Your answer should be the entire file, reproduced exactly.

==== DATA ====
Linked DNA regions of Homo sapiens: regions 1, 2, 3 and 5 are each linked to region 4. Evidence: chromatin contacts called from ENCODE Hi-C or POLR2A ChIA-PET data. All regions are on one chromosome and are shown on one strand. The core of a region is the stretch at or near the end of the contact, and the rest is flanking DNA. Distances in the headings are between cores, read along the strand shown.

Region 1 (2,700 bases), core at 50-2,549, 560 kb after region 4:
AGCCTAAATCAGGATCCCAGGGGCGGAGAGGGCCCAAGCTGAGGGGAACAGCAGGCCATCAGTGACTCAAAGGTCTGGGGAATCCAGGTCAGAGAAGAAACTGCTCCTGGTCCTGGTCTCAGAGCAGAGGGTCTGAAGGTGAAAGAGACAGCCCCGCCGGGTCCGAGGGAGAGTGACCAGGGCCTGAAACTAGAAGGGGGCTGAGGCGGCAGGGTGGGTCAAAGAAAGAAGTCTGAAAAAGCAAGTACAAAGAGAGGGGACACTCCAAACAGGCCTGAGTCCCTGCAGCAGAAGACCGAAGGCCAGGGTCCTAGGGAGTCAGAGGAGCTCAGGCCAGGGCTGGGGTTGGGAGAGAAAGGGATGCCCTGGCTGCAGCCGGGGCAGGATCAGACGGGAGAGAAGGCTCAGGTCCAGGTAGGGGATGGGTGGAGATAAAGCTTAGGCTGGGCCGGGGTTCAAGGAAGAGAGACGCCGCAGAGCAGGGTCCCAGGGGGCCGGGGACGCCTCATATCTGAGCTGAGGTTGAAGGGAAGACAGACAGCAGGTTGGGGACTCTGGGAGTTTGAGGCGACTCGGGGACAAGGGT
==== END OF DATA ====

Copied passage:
Linked DNA regions of Homo sapiens: regions 1, 2, 3 and 5 are each linked to region 4. Evidence: chromatin contacts called from ENCODE Hi-C or POLR2A ChIA-PET data. All regions are on one chromosome and are shown on one strand. The core of a region is the stretch at or near the end of the contact, and the rest is flanking DNA. Distances in the headings are between cores, read along the strand shown.

Region 1 (2,700 bases), core at 50-2,549, 560 kb after region 4:
AGCCTAAATCAGGATCCCAGGGGCGGAGAGGGCCCAAGCTGAGGGGAACAGCAGGCCATCAGTGACTCAAAGGTCTGGGGAATCCAGGTCAGAGAAGAAACTGCTCCTGGTCCTGGTCTCAGAGCAGAGGGTCTGAAGGTGAAAGAGACAGCCCCGCCGGGTCCGAGGGAGAGTGACCAGGGCCTGAAACTAGAAGGGGGCTGAGGCGGCAGGGTGGGTCAAAGAAAGAAGTCTGAAAAAGCAAGTACAAAGAGAGGGGACACTCCAAACAGGCCTGAGTCCCTGCAGCAGAAGACCGAAGGCCAGGGTCCTAGGGAGTCAGAGGAGCTCAGGCCAGGGCTGGGGTTGGGAGAGAAAGGGATGCCCTGGCTGCAGCCGGGGCAGGATCAGACGGGAGAGAAGGCTCAGGTCCAGGTAGGGGATGGGTGGAGATAAAGCTTAGGCTGGGCCGGGGTTCAAGGAAGAGAGACGCCGCAGAGCAGGGTCCCAGGGGGCCGGGGACGCCTCATATCTGAGCTGAGGTTGAAGGGAAGACAGACAGCAGGTTGGGGACTCTGGGAGTTTGAGGCGACTCGGGGACAAGGGT